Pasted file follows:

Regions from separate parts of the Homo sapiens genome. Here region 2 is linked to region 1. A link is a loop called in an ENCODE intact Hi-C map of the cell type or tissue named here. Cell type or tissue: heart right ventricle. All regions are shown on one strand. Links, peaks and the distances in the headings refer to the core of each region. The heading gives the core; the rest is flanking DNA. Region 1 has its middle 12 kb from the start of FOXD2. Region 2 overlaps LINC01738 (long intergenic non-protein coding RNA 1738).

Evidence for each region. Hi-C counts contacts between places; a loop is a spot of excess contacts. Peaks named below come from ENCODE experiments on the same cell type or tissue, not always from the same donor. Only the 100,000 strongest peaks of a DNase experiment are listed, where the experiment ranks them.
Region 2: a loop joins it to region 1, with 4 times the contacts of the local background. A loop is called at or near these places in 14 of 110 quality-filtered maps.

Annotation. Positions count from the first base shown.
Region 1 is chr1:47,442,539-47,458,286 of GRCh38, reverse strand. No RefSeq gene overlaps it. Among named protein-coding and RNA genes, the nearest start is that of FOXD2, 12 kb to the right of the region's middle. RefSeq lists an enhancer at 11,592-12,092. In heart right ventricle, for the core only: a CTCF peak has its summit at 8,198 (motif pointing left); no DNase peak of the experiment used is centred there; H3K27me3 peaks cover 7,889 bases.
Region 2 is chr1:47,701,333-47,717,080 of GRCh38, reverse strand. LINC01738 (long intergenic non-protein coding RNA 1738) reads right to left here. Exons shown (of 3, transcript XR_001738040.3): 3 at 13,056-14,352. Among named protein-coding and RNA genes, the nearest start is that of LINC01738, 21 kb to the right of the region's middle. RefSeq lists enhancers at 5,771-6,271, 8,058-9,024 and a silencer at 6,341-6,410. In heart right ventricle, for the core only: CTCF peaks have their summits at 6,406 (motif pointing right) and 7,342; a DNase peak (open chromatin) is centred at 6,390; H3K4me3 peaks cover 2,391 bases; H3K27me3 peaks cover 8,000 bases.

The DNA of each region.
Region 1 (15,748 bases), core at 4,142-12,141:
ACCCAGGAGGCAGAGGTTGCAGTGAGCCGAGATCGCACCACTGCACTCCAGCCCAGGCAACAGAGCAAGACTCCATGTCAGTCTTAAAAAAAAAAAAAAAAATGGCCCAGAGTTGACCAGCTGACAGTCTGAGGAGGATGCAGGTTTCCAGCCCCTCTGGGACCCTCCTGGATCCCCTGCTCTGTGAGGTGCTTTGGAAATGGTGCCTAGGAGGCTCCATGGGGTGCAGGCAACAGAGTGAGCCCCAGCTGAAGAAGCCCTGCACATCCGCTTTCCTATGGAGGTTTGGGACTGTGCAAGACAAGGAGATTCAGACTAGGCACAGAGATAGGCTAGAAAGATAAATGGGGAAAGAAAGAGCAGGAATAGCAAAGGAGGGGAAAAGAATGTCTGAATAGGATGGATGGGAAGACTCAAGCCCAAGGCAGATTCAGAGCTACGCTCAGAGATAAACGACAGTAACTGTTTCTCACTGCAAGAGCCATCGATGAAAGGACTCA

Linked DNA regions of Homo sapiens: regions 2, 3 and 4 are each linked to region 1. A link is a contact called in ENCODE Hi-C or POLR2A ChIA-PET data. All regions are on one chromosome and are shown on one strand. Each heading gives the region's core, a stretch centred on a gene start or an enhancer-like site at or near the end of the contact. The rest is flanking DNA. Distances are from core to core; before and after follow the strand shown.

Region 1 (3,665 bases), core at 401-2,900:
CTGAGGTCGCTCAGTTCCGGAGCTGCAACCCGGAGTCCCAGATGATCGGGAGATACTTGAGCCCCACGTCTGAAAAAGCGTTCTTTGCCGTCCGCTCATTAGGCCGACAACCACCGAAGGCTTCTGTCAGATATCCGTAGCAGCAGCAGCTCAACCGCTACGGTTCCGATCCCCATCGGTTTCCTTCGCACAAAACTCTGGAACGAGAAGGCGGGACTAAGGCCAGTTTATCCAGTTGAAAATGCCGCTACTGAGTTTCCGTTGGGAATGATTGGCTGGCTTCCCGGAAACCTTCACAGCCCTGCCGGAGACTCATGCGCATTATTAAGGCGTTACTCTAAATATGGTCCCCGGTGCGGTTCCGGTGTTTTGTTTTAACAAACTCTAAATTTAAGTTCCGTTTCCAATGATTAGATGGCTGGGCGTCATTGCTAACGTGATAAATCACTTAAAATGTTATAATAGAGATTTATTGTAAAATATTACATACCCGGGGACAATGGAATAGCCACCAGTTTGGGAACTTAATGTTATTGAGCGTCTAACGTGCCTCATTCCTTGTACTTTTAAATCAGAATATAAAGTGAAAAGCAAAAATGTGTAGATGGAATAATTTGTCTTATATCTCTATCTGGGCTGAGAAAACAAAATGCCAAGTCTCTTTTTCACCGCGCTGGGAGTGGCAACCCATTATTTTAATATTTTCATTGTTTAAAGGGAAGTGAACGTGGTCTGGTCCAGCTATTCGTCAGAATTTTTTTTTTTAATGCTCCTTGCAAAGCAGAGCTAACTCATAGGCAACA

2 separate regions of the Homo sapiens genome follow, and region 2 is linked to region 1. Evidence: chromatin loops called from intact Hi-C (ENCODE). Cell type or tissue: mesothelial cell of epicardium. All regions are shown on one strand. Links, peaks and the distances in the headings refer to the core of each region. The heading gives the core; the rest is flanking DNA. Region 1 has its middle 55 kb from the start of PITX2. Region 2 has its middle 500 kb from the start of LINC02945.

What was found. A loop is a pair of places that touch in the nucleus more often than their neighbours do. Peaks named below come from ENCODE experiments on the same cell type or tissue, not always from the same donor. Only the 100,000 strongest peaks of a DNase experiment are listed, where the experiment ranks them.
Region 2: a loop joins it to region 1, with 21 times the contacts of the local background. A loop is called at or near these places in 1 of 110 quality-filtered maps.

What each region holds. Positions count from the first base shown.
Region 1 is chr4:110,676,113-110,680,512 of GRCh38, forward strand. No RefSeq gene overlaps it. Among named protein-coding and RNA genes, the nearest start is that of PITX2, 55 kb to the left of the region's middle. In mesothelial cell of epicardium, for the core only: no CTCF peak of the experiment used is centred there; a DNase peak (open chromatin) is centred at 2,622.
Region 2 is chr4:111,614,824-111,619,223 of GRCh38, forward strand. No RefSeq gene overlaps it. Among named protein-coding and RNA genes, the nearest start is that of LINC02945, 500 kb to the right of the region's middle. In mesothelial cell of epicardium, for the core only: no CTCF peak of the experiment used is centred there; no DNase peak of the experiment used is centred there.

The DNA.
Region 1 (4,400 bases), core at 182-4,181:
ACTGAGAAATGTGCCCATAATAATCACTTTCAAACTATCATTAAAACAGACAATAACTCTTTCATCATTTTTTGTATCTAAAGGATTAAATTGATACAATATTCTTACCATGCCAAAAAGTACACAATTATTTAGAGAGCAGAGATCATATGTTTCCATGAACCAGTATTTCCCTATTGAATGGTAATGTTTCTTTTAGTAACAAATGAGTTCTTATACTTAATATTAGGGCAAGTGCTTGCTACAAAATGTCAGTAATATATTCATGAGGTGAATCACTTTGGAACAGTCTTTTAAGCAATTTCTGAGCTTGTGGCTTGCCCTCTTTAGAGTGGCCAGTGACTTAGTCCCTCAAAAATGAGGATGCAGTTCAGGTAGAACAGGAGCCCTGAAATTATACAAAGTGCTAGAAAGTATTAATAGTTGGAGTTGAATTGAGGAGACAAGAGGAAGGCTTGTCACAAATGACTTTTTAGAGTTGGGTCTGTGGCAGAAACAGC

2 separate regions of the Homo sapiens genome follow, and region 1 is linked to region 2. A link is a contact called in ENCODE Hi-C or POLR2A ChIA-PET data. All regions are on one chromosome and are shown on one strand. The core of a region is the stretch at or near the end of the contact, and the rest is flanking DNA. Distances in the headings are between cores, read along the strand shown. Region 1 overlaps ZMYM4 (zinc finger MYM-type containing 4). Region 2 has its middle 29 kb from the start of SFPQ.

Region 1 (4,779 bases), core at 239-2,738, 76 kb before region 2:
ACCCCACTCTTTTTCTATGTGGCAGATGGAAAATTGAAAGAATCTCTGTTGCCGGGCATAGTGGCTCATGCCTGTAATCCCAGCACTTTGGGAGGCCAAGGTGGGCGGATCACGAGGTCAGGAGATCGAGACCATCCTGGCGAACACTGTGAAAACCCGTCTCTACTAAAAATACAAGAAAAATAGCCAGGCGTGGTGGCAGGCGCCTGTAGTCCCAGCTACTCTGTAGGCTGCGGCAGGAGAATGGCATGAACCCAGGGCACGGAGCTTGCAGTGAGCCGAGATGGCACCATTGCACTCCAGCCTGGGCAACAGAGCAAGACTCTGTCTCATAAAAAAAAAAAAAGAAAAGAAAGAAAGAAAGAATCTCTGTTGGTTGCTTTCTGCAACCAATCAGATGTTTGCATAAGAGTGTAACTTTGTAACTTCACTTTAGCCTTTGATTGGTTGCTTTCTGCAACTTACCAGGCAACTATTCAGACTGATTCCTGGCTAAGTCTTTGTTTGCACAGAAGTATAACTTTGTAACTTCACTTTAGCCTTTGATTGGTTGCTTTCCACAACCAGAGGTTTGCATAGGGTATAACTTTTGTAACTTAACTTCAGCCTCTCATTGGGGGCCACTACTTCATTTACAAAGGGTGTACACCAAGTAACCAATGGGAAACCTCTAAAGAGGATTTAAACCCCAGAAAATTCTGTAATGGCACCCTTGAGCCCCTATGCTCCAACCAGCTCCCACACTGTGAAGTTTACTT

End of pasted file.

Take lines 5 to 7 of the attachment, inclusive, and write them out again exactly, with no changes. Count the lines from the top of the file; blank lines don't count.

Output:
Region 1 is chr1:47,442,539-47,458,286 of GRCh38, reverse strand. No RefSeq gene overlaps it. Among named protein-coding and RNA genes, the nearest start is that of FOXD2, 12 kb to the right of the region's middle. RefSeq lists an enhancer at 11,592-12,092. In heart right ventricle, for the core only: a CTCF peak has its summit at 8,198 (motif pointing left); no DNase peak of the experiment used is centred there; H3K27me3 peaks cover 7,889 bases.
Region 2 is chr1:47,701,333-47,717,080 of GRCh38, reverse strand. LINC01738 (long intergenic non-protein coding RNA 1738) reads right to left here. Exons shown (of 3, transcript XR_001738040.3): 3 at 13,056-14,352. Among named protein-coding and RNA genes, the nearest start is that of LINC01738, 21 kb to the right of the region's middle. RefSeq lists enhancers at 5,771-6,271, 8,058-9,024 and a silencer at 6,341-6,410. In heart right ventricle, for the core only: CTCF peaks have their summits at 6,406 (motif pointing right) and 7,342; a DNase peak (open chromatin) is centred at 6,390; H3K4me3 peaks cover 2,391 bases; H3K27me3 peaks cover 8,000 bases.

The DNA of each region.